The German Girl

by Armando Lucas Correa

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A stunningly ambitious and beautiful novel, perfect for fans of The Nightingale, Schindler’s List, and All the Light We Cannot See, about twelve-year-old Hannah Rosenthal’s harrowing experience fleeing Nazi-occupied Germany with her family and best friend, only to discover that the overseas asylum they had been promised is an illusion.

Before everything changed, young Hannah Rosenthal lived a charmed life. But now, in 1939, the streets of Berlin are draped with red, white, and black flags; her family’s fine possessions are hauled away; and they are no longer welcome in the places that once felt like home. Hannah and her best friend, Leo Martin, make a pact: whatever the future has in store for them, they’ll meet it together.

Hope appears in the form of the SS St. Louis, a transatlantic liner offering Jews safe passage out of Germany. After a frantic search to obtain visas, the Rosenthals and the Martins depart on the luxurious ship bound for Havana. Life on board the St. Louis is like a surreal holiday for the refugees, with masquerade balls, exquisite meals, and polite, respectful service. But soon ominous rumors from Cuba undermine the passengers’ fragile sense of safety. From one day to the next, impossible choices are offered, unthinkable sacrifices are made, and the ship that once was their salvation seems likely to become their doom.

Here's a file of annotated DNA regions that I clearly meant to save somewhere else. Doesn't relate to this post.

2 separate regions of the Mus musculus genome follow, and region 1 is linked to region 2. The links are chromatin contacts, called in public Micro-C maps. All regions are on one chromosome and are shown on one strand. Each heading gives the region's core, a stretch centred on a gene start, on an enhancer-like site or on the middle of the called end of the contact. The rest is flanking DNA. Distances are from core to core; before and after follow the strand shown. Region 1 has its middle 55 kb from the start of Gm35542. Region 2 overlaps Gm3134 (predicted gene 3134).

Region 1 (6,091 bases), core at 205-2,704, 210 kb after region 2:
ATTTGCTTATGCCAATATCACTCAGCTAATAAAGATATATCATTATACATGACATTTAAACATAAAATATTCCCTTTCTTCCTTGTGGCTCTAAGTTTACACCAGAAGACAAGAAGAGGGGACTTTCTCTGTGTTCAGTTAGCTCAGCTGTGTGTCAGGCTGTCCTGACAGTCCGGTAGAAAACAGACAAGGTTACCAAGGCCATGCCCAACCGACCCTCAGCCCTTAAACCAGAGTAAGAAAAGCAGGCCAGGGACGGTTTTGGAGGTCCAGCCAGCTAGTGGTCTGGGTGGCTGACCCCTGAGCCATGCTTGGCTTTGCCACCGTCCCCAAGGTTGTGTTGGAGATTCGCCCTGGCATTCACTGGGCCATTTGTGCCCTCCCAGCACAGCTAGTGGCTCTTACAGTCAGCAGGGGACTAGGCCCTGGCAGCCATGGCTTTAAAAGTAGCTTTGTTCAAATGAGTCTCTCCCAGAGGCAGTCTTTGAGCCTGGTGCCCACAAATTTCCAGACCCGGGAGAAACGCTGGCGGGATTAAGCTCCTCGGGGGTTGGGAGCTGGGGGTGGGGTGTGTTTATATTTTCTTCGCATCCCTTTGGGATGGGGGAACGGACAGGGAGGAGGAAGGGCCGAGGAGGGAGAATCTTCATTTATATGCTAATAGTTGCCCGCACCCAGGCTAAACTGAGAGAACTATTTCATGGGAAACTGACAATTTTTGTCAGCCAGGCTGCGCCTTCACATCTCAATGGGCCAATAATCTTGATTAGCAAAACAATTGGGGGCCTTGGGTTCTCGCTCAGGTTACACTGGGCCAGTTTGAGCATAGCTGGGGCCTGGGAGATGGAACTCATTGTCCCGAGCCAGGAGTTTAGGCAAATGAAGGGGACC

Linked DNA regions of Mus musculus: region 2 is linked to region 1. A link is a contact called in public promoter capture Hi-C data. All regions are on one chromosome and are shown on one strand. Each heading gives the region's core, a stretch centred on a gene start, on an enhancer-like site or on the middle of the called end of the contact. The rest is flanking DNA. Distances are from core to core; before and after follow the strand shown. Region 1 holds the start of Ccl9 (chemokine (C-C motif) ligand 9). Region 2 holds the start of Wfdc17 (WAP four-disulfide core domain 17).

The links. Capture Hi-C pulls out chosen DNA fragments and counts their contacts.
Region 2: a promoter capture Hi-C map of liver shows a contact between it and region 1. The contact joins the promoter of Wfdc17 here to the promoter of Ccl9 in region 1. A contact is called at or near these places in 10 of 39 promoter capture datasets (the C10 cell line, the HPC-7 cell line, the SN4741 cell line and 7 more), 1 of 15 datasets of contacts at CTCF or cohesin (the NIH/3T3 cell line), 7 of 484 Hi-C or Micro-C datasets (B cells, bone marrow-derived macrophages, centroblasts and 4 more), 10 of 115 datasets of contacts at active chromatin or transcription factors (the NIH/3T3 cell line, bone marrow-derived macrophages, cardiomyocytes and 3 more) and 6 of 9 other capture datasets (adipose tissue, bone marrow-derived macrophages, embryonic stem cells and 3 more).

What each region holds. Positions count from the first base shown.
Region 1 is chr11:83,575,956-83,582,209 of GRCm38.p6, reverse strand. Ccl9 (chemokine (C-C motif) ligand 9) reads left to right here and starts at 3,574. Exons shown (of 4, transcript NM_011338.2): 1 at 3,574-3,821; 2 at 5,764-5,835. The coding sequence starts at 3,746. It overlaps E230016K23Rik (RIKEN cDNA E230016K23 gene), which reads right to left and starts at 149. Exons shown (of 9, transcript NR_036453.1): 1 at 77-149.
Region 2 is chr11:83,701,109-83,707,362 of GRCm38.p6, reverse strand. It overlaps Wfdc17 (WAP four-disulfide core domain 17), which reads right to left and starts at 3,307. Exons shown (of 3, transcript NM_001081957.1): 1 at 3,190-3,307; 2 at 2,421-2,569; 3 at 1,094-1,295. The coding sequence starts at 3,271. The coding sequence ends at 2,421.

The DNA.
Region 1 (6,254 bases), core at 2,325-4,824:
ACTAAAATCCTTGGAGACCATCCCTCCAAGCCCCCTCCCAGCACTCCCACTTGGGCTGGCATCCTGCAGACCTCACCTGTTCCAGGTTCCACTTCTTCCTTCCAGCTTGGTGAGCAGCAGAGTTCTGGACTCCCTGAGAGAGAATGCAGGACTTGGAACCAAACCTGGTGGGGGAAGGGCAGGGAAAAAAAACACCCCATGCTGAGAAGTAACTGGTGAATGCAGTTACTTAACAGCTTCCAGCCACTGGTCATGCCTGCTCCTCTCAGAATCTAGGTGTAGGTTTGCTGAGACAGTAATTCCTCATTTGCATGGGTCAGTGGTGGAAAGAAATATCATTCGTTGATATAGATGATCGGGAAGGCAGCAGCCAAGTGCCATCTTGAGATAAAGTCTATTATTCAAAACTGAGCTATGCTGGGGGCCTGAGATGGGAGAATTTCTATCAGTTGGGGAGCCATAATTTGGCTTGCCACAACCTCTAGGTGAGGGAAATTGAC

Seven decades later in New York City, on her twelfth birthday, Anna Rosen receives a strange package from an unknown relative in Cuba, her great-aunt Hannah. Its contents will inspire Anna and her mother to travel to Havana to learn the truth about their family’s mysterious and tragic past, a quest that will help Anna understand her place and her purpose in the world.

The German Girl sweeps from Berlin at the brink of the Second World War to Cuba on the cusp of revolution, to New York in the wake of September 11, before reaching its deeply moving conclusion in the tumult of present-day Havana. Based on a true story, this masterful novel gives voice to the joys and sorrows of generations of exiles, forever seeking a place called home.

My Review:

I was fortunate enough to receive an Advanced Copy of this book from NetGalley in exchange for an honest review.